There was a discussion on Linkedin’s “Luxury & Lifestyle Professionals” group which posed the question: “What is the first thing you check-out when you step into a 5 star hotel?” As you might expect, being subjective in nature, various responses were offered by the group’s participants. Some of them mentioned, the bedding, while others would state it’s the linen, the bathroom, the main lobby, overall amenities, or simply the courtesy from staff just to name a few. There didn’t seem to be an overall single consensus.
It doesn’t necessarily take an expert in the hospitality domain to ascertain what constitutes the right feel of an attractive hotel – one that exploits the 5 senses to attract and retain guests (aka customers/patrons). One needs to recognize aesthetics, be discerning in his/her tastes and expectations, as well as have stayed in various hotels over time to truly appreciate what in fact matters.
Hotel as a Lifestyle
Savvy brands are finding ways to engage all consumer senses to strengthen the brand experience. When affluent guests choose a hotel to stay at, they desire a look and feel better than their primary residence. The hotel is no longer just a place to sleep. It has developed into a home away from home. It’s a lifestyle!
The “hotel as lifestyle” creator, Ian Schrager of Studio 54 fame, has achieved international recognition for concepts that have revolutionized both the entertainment and hospitality industries. His passionate commitment to the modern lifestyle has been expressed through a series of pioneering concepts in the hospitality industry. His keen instincts for the mood and feel of popular culture were honed during the 1970s and 1980s, when he and his late business partner, Steve Rubell, created Studio 54 and Palladium. In 1984, they turned their attention to Morgans Hotel in New York and introduced the concept of “boutique hotel” to the world, and is today one the hottest segments in hospitality.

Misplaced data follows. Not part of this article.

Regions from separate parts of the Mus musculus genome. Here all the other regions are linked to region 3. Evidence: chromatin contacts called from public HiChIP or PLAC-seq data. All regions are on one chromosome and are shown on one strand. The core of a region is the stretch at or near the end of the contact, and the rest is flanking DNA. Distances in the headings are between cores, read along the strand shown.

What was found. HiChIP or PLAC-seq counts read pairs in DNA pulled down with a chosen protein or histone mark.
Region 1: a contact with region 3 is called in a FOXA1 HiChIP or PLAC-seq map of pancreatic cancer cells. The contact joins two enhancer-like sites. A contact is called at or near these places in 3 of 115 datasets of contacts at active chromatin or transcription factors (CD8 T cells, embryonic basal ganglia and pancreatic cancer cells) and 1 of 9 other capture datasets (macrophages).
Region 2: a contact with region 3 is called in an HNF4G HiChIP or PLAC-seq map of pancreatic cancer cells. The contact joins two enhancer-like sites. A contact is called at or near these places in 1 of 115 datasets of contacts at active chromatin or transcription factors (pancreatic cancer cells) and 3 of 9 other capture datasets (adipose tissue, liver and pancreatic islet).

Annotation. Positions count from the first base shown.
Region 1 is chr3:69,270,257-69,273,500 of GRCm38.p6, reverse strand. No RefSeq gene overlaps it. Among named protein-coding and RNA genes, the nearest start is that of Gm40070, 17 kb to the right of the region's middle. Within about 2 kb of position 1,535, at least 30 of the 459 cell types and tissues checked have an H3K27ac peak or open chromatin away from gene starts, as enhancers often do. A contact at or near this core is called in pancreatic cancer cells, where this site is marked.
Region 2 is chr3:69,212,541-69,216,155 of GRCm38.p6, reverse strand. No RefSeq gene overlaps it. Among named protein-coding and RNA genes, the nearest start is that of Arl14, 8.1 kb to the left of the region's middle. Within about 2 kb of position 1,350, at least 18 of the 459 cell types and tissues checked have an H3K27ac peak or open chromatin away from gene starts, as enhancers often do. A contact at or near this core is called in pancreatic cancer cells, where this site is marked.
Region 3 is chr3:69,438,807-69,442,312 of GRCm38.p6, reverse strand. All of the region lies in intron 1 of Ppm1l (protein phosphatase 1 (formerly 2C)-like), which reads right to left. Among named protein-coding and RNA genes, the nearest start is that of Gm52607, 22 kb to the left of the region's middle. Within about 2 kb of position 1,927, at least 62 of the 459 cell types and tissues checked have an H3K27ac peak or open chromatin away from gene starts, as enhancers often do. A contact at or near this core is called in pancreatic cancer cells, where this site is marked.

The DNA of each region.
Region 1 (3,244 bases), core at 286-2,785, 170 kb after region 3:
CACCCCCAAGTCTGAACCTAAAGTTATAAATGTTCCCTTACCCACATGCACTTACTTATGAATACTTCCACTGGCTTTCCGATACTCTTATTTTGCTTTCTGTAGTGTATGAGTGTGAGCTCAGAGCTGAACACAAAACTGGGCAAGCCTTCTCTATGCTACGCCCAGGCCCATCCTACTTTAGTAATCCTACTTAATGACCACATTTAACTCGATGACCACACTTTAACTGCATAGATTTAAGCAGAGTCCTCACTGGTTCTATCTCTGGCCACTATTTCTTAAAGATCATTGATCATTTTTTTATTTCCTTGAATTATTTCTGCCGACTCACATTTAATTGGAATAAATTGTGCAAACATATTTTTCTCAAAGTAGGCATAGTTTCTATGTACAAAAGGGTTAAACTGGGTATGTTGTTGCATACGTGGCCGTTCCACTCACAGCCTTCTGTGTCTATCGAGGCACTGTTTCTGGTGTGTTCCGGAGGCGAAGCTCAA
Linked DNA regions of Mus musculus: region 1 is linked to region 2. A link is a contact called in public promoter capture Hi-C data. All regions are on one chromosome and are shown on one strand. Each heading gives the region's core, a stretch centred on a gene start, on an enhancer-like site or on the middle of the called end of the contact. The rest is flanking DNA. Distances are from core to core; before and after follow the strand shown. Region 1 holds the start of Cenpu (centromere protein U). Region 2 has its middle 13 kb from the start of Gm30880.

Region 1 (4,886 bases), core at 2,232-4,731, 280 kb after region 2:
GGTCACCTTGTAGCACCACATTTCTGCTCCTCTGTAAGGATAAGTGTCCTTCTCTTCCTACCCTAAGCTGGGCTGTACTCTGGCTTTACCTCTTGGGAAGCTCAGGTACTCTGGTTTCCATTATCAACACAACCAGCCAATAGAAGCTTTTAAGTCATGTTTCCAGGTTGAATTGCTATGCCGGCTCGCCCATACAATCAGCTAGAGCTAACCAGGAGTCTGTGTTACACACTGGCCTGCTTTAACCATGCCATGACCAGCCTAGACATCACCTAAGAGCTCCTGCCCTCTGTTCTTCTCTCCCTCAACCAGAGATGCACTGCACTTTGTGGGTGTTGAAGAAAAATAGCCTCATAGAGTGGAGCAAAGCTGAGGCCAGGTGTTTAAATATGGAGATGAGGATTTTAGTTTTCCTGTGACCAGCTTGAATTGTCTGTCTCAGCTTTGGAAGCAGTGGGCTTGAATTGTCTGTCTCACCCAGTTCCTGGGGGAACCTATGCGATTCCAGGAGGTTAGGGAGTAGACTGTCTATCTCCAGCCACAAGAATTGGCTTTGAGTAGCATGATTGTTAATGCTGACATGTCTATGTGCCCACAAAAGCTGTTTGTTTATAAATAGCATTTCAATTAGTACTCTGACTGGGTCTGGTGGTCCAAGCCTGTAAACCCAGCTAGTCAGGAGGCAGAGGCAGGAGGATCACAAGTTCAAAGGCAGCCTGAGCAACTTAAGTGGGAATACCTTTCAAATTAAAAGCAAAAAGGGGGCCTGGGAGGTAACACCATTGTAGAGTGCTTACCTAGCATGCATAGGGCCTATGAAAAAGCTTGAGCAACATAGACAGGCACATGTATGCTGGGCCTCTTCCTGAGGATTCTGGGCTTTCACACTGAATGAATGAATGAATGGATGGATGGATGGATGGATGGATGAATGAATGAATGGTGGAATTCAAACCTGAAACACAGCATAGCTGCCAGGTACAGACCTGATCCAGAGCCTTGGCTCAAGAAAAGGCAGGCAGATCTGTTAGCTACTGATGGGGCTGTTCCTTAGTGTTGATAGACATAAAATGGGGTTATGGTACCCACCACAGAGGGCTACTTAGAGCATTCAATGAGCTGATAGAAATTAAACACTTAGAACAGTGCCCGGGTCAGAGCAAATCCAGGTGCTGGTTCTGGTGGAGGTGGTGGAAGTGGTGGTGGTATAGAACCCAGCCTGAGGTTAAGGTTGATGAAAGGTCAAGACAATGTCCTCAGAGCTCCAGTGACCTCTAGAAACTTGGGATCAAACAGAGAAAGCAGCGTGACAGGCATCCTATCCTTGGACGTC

Boutique Hotel vs. Corporate Chains
“Boutique hotel” is a term to describe hotels which often contain luxury facilities of varying size in unique or intimate settings with full service accommodations. Sometimes known as “design hotels” or “lifestyle hotels”, boutique hotels began appearing in the 1980s in major cities across North America and Europe – mainly in the U.K. These hospitality properties are characteristically furnished in a themed, stylish and unique manner. Boutique hotels generally are known to have less than 100 rooms. Their limited capacity enables them to enhance the customer experience through personalized service, as well as to customize their property and operations. An intimate atmosphere is usually regarded as a vital part of a “boutique” hotel. This includes cozier premises, quality amenities; conceptual dining outlets that become destinations in their own right, and an environment whereby the hotel staff recognize what your needs and desires are, rather than just responding to what you ask.